The seven-year-old South Korean girl who used to send hand-illustrated cards to anonymous North Korean children as a second grade assignment emigrated to the United States at the age of fifteen. Since I left my home country, I have witnessed escalating tension and distrust in East Asia as the DPRK insists on continuing its nuclear weapons program. When the DPRK played the nuclear card during negotiations in the 90s, it inevitably created serious flare-ups among its neighboring countries – as well as the United States. My urge to study International Relations grew out of my hope to be a part of creating a lasting break in the longstanding tensions between the two states.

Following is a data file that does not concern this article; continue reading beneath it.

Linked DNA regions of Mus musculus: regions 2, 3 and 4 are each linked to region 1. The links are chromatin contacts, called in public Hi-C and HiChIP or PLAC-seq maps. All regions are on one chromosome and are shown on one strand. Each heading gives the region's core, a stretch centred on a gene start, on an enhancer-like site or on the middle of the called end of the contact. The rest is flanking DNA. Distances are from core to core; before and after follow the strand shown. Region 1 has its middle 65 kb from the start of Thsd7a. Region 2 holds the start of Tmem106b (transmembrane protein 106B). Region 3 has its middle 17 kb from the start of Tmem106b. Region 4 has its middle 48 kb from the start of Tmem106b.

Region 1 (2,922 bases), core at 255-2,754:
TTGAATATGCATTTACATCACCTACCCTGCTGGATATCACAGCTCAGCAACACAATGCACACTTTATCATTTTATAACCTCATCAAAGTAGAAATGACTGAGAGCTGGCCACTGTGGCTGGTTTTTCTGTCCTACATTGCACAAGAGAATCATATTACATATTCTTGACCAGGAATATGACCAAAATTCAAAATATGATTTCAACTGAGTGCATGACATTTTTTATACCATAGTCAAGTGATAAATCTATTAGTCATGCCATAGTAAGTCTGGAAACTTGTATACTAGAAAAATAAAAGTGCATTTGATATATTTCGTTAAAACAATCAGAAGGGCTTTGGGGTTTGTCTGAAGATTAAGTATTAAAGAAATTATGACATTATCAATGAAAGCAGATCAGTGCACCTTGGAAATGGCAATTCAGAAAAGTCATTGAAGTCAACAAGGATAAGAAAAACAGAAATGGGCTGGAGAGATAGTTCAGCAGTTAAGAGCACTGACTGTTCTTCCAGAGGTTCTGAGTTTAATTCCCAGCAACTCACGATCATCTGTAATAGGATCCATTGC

Growing up in two distinct cultural environments has allowed me great linguistic flexibility, and also opened my eyes to the importance of transnational studies. Having spent most of my childhood in South Korea, I am able to locate certain nuances that those without my background may not discern.  Had I been solely educated in South Korea, I might have developed certain biases and misconceptions—but by emigrating to the States for my higher education, I have been able to gain a clear, objective understanding of the issues at play on the Korean peninsula. My dual-identity—a “Korean living in America”—allowed me to discover great personal potential as I began to specialize in the North-South Korean conflict.